As promising advances in providing care at home evolve, further research—with special attention to underserved populations—is needed to assess the clinical, equity, and economic impacts and to accelerate implementation where appropriate.
Am J Manag Care. 2022;28(4):145-146. https://doi.org/10.37765/ajmc.2022.88857
The COVID-19 pandemic has necessitated several unanticipated transformative changes to health care delivery in the United States. Among the most important is a shift in venue from in-person, office-based care to care delivered virtually (by telephone or computer) or in the patient’s home. In addition to the well-studied adjuncts such as telemedicine and hospital-at-home, the use of community paramedicine—urgent care delivered by paramedics in patients’ homes—is growing rapidly. As is the case for telemedicine, key stakeholders are carefully scrutinizing the impact of this innovative delivery model on access, quality of care, patient satisfaction, health care equity, and medical expenditures.
Among populations who face access challenges, home-based care for significant medical problems is often preferable to visiting a clinician’s office or emergency department (ED). Unfortunately, few clinicians make house calls. Telemedicine is a rapidly growing care delivery model that is particularly useful when clinical issues can be mediated mainly through conversation and (sometimes) virtual observation. Telemedicine is limited when physical examination, immediate diagnostic testing, administration of therapies, or nuanced conversations are required. Lack of access to computer hardware and limited broadband access may restrict the communication only to telephone.
In this issue of The American Journal of Managed Care®, Dorner and colleagues assess the ability of community paramedicine to help fill this void.1 The authors evaluate patient perspectives of care delivered in the home by community paramedics for after-hours care for dually eligible (Medicare and Medicaid) patients who require urgent (but not emergent) clinical services. This patient population often has access issues, so it is an excellent population to study.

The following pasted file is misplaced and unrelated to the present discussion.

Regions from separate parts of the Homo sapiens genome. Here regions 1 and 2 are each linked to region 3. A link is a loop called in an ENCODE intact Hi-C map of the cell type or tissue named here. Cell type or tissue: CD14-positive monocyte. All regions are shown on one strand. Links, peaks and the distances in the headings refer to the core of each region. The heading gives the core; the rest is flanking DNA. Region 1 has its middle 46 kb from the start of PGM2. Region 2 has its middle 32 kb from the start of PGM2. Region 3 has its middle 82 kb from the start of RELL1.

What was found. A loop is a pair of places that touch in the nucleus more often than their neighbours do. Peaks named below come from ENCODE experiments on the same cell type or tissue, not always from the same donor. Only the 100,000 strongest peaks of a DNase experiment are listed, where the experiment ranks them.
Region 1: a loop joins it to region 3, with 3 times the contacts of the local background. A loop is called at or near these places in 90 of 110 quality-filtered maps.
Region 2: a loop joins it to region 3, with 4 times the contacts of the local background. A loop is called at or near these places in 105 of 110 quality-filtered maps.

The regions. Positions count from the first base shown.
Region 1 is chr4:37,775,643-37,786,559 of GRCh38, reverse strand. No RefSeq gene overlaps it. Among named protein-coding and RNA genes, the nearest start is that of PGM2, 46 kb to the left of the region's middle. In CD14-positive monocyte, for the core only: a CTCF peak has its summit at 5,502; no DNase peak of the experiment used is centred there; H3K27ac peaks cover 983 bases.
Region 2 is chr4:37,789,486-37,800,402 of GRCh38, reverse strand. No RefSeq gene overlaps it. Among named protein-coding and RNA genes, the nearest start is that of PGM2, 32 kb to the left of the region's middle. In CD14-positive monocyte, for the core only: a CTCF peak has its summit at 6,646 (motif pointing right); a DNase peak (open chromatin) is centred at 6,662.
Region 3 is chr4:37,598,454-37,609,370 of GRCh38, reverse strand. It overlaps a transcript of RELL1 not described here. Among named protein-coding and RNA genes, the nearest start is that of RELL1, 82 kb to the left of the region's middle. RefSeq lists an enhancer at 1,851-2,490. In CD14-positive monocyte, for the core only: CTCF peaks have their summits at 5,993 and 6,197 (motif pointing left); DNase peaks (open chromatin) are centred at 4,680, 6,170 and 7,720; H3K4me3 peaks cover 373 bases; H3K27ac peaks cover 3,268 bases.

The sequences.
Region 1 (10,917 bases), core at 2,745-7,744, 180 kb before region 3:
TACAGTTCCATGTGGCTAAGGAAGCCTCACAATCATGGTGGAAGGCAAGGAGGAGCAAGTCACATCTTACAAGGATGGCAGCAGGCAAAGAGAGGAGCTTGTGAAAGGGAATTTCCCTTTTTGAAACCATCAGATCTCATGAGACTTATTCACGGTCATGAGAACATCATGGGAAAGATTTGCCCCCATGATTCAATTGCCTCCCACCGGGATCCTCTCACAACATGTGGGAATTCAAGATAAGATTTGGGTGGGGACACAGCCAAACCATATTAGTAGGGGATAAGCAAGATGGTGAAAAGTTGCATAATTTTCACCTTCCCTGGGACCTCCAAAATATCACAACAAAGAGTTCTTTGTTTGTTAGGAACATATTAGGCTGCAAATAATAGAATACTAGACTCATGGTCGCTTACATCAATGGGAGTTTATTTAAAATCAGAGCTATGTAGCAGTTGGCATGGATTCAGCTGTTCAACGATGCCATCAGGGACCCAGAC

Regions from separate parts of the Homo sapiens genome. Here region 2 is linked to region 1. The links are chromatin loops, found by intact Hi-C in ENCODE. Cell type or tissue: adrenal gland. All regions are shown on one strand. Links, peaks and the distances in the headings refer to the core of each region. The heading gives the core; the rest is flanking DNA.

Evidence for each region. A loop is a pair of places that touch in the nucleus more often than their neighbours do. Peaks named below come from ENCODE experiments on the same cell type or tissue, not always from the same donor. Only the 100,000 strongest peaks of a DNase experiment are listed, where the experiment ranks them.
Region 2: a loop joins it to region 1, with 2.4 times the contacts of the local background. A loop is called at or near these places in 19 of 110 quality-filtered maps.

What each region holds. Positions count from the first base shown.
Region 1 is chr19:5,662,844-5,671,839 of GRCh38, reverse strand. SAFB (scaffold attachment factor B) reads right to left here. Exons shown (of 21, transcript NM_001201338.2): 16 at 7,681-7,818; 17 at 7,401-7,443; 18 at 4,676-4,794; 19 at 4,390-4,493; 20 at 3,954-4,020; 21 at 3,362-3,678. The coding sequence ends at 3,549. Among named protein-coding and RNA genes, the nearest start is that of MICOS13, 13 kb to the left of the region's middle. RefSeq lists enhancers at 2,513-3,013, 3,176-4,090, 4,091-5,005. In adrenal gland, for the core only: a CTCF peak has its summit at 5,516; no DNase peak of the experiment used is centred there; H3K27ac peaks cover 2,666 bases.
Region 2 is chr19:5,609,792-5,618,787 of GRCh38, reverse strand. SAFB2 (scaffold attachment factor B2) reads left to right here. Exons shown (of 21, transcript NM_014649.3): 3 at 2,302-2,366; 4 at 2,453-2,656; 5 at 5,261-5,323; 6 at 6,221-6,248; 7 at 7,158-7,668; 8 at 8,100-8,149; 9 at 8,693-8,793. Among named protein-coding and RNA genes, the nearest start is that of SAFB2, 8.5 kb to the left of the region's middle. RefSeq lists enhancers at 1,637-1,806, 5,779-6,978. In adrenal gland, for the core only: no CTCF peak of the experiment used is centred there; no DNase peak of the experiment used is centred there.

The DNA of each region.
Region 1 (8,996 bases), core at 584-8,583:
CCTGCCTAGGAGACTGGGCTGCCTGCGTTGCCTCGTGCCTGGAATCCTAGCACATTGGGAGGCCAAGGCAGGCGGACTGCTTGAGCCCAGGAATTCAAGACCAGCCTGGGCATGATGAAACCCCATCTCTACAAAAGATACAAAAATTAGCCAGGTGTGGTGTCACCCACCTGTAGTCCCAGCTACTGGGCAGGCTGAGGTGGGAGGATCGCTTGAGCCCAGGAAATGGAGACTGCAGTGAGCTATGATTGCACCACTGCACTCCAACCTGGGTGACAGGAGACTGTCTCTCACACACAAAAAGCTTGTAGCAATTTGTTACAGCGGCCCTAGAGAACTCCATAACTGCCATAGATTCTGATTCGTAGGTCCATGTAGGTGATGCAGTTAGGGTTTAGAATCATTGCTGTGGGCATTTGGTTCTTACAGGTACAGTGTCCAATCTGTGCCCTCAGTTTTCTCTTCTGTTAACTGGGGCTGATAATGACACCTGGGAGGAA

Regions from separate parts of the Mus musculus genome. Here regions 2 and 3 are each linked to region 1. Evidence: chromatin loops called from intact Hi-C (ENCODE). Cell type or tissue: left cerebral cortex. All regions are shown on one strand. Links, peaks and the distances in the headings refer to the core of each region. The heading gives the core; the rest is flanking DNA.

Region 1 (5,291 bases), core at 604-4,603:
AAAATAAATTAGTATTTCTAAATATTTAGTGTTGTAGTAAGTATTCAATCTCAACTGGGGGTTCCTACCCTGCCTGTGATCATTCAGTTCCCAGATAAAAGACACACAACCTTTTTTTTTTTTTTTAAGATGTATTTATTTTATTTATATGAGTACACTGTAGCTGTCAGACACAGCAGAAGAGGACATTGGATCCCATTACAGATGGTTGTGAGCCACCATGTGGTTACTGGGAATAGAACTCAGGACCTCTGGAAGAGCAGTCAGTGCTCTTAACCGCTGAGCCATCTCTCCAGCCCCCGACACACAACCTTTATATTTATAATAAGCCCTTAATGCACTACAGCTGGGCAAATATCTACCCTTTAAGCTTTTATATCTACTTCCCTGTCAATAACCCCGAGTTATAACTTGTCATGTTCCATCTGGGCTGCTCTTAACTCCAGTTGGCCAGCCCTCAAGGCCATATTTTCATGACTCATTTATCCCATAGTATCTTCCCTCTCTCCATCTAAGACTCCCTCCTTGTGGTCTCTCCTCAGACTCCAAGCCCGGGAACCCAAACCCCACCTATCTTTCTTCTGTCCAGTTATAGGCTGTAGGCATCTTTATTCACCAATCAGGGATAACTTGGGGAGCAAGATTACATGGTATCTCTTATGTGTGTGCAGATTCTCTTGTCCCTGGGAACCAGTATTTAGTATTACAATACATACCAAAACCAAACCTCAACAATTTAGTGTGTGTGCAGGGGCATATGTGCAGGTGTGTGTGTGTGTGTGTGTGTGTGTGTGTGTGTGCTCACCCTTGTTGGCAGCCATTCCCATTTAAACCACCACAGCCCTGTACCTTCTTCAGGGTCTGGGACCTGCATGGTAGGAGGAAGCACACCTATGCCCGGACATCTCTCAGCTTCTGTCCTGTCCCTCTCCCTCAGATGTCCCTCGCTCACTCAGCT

The authors spent significant energy developing a tool to assess patient perceptions of this level of care that could be useful for future assessments. They also accounted for all patients in their population who may have sought urgent care after hours, relying on paramedicine logs and an ED database. This effort led to high survey response rates for both the paramedicine and usual care cohorts, minimizing potential selection bias.
It is not surprising that patients preferred receiving care in the home over a trip to the ED. A more unexpected finding was that the patients perceived the quality of care from community paramedics (87% rated care excellent or very good) more favorably than the care provided by ED clinicians (65% rated care excellent or very good).
Importantly, it is well known that patient satisfaction does not always correlate with quality of care. Assessments of evidence-based care or other markers of clinical outcome were beyond the scope of the study. About a fourth of the patients seen by paramedics in the study were ultimately transported to the ED, reflecting a triage step required to ensure that patients with emergent needs continued to receive an appropriate level of care. When problems were not emergent, however, patients preferred the care they received at home: 95% said the paramedic explained their health problems well and 99% said they were treated with courtesy and respect.
The findings from this study are compelling but require further study as several states expand the role of community paramedicine. In addition to caring for patients with acute clinical issues, other paramedicine programs address postdischarge care, scheduled follow-up visits, palliative care, and other needs. As these programs become more prevalent, it is important that evaluators measure the equity impact. Although in theory these community paramedicine policies are designed with an eye toward reducing inequities among underserved populations, how they are implemented is critical to ensure that this important goal is achieved.
The urgent care paramedicine model has significant potential, especially for vulnerable populations who may disproportionally rely on the ED for after-hours care. To date, most in-home programs for high-need, high-cost patients have failed to demonstrate significant reductions in utilization and cost. Available programs vary in services provided, including medical care of chronic conditions, patient self-management, coordination of complex services, and addressing social needs. In addition, programs for high-need Medicare (and dual-eligible) patients often focus on enhanced coding to increase reimbursement.